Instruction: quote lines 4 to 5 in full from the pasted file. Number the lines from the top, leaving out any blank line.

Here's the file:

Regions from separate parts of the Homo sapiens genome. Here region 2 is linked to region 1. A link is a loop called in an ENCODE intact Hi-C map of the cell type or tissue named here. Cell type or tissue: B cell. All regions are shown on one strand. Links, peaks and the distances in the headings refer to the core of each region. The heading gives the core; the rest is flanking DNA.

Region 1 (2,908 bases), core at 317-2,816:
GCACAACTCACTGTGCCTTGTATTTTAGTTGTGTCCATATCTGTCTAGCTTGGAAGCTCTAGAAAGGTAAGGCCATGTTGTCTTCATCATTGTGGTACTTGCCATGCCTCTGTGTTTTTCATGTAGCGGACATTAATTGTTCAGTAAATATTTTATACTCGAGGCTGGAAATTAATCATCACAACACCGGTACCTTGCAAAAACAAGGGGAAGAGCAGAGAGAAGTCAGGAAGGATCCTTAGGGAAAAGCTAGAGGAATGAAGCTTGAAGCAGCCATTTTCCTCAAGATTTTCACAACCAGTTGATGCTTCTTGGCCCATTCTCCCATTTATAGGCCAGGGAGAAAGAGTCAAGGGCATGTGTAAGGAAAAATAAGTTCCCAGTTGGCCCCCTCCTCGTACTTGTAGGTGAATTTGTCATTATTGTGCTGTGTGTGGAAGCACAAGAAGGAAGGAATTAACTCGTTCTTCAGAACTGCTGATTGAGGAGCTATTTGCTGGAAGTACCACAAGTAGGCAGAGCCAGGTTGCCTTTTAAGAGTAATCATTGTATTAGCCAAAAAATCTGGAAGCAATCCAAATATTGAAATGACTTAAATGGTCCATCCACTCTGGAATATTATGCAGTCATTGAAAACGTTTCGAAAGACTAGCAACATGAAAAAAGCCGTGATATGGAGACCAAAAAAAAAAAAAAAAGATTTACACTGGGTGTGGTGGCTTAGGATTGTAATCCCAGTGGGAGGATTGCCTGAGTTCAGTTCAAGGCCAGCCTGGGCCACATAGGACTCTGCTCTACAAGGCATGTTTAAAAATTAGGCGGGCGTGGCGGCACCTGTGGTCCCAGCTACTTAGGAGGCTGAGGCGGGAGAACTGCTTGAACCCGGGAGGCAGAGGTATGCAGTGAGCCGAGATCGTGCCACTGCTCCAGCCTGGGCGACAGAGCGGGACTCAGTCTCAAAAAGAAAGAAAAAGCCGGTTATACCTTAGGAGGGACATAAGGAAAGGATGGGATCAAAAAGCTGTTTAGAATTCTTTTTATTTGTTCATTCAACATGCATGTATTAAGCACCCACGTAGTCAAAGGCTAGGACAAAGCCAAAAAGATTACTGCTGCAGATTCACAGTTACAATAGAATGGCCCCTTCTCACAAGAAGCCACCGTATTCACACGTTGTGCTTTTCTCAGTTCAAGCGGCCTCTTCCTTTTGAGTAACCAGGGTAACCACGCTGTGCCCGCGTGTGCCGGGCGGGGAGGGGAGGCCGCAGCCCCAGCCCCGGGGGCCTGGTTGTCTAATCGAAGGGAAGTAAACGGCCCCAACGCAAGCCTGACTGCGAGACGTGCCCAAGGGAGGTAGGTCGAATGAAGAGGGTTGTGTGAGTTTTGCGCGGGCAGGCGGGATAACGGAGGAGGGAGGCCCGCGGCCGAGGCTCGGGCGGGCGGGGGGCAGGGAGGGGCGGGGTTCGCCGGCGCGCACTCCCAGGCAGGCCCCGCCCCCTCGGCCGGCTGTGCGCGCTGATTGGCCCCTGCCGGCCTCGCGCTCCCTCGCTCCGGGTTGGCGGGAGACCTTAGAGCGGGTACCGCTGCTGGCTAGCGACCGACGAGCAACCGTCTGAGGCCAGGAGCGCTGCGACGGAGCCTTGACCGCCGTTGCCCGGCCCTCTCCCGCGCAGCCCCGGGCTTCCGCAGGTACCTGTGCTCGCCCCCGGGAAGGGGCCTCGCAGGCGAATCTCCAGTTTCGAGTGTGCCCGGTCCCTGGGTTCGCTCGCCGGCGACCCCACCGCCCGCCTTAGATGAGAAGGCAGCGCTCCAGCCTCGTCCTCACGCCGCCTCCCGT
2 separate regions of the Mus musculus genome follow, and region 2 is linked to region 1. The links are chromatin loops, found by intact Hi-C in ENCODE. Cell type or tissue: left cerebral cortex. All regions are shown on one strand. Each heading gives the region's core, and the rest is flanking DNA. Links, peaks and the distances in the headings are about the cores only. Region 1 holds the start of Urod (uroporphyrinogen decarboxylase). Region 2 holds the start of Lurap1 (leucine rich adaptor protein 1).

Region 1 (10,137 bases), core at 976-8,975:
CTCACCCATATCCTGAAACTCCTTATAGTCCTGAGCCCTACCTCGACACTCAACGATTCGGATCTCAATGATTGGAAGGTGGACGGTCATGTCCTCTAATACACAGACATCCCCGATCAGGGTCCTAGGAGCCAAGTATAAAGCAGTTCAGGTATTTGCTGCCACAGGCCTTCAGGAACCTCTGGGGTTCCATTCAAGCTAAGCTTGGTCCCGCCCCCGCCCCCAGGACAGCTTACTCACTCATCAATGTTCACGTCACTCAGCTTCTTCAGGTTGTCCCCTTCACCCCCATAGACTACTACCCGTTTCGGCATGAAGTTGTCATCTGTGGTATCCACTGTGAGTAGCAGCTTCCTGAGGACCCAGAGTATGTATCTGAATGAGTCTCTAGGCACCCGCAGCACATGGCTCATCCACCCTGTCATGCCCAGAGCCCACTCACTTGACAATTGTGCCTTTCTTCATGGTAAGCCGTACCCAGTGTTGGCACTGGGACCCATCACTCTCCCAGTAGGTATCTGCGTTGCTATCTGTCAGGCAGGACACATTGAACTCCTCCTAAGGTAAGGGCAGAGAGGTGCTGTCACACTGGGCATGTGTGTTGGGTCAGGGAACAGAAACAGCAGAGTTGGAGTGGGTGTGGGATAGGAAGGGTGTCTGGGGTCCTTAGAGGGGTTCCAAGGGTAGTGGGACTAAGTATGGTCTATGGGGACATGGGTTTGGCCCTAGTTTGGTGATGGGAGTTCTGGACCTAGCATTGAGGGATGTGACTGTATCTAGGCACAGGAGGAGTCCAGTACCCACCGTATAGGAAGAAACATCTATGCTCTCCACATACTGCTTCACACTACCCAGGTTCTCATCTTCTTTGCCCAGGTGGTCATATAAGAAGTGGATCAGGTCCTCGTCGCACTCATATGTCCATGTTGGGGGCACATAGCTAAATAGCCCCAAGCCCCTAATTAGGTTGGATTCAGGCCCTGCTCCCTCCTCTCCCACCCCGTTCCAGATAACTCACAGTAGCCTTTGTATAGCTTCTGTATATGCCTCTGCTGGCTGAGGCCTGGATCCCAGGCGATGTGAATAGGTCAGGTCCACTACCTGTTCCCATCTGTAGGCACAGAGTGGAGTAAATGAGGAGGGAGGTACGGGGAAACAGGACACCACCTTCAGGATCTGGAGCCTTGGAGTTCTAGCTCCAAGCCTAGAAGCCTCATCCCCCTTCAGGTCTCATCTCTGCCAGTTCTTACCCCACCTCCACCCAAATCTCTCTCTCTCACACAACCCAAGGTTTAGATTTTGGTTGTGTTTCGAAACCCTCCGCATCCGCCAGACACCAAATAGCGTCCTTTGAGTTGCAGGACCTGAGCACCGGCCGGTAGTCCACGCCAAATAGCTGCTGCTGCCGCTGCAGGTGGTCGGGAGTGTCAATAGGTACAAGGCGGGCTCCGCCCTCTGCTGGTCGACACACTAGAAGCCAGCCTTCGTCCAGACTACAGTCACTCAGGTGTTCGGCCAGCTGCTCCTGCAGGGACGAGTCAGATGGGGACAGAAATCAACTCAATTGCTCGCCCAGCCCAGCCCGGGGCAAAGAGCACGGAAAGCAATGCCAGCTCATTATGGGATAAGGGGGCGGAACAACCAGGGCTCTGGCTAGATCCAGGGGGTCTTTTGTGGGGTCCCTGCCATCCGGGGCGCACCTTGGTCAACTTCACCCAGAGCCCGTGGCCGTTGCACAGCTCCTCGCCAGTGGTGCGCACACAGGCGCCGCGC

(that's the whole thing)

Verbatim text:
2 separate regions of the Mus musculus genome follow, and region 2 is linked to region 1. The links are chromatin loops, found by intact Hi-C in ENCODE. Cell type or tissue: left cerebral cortex. All regions are shown on one strand. Each heading gives the region's core, and the rest is flanking DNA. Links, peaks and the distances in the headings are about the cores only. Region 1 holds the start of Urod (uroporphyrinogen decarboxylase). Region 2 holds the start of Lurap1 (leucine rich adaptor protein 1).

Region 1 (10,137 bases), core at 976-8,975: